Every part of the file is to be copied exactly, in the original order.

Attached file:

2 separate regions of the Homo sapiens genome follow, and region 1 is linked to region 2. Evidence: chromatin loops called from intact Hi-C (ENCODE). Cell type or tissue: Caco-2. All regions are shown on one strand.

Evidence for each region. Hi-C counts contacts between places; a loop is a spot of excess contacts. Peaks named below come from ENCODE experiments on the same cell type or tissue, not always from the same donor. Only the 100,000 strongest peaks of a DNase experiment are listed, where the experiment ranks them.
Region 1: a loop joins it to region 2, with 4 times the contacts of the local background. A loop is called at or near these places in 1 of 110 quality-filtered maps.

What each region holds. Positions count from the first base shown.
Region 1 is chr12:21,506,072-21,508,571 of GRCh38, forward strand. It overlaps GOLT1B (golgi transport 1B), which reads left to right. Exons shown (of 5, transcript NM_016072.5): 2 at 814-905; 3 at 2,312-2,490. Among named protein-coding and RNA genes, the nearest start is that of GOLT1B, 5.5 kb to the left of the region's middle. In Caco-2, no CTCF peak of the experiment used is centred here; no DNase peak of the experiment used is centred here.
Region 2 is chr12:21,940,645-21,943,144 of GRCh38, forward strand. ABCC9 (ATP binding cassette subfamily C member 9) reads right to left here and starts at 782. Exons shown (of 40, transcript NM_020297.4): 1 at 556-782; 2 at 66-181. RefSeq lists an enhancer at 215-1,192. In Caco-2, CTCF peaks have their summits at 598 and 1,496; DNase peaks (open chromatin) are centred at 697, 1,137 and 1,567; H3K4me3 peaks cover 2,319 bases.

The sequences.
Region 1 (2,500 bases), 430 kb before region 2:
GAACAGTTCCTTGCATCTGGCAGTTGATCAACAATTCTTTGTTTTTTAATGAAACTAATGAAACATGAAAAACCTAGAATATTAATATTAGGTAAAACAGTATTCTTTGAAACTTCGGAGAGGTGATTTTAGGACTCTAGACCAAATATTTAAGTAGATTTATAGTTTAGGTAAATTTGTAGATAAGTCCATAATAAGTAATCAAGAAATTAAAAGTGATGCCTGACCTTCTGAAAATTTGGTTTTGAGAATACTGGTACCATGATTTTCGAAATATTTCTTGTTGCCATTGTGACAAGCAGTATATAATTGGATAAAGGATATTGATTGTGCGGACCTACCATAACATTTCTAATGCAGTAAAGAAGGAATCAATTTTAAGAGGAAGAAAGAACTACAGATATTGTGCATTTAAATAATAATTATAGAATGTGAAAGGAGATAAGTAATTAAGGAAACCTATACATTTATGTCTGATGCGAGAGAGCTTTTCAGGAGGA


2 separate regions of the Homo sapiens genome follow, and region 1 is linked to region 2. Evidence: chromatin loops called from intact Hi-C (ENCODE). Cell type or tissue: Caco-2. All regions are shown on one strand.

Evidence for each region. Hi-C counts contacts between places; a loop is a spot of excess contacts. Peaks named below come from ENCODE experiments on the same cell type or tissue, not always from the same donor. Only the 100,000 strongest peaks of a DNase experiment are listed, where the experiment ranks them.
Region 1: a loop joins it to region 2, with 4 times the contacts of the local background. A loop is called at or near these places in 1 of 110 quality-filtered maps.

What each region holds. Positions count from the first base shown.
Region 1 is chr12:21,506,072-21,508,571 of GRCh38, forward strand. It overlaps GOLT1B (golgi transport 1B), which reads left to right. Exons shown (of 5, transcript NM_016072.5): 2 at 814-905; 3 at 2,312-2,490. Among named protein-coding and RNA genes, the nearest start is that of GOLT1B, 5.5 kb to the left of the region's middle. In Caco-2, no CTCF peak of the experiment used is centred here; no DNase peak of the experiment used is centred here.
Region 2 is chr12:21,940,645-21,943,144 of GRCh38, forward strand. ABCC9 (ATP binding cassette subfamily C member 9) reads right to left here and starts at 782. Exons shown (of 40, transcript NM_020297.4): 1 at 556-782; 2 at 66-181. RefSeq lists an enhancer at 215-1,192. In Caco-2, CTCF peaks have their summits at 598 and 1,496; DNase peaks (open chromatin) are centred at 697, 1,137 and 1,567; H3K4me3 peaks cover 2,319 bases.

The sequences.
Region 1 (2,500 bases), 430 kb before region 2:
GAACAGTTCCTTGCATCTGGCAGTTGATCAACAATTCTTTGTTTTTTAATGAAACTAATGAAACATGAAAAACCTAGAATATTAATATTAGGTAAAACAGTATTCTTTGAAACTTCGGAGAGGTGATTTTAGGACTCTAGACCAAATATTTAAGTAGATTTATAGTTTAGGTAAATTTGTAGATAAGTCCATAATAAGTAATCAAGAAATTAAAAGTGATGCCTGACCTTCTGAAAATTTGGTTTTGAGAATACTGGTACCATGATTTTCGAAATATTTCTTGTTGCCATTGTGACAAGCAGTATATAATTGGATAAAGGATATTGATTGTGCGGACCTACCATAACATTTCTAATGCAGTAAAGAAGGAATCAATTTTAAGAGGAAGAAAGAACTACAGATATTGTGCATTTAAATAATAATTATAGAATGTGAAAGGAGATAAGTAATTAAGGAAACCTATACATTTATGTCTGATGCGAGAGAGCTTTTCAGGAGGA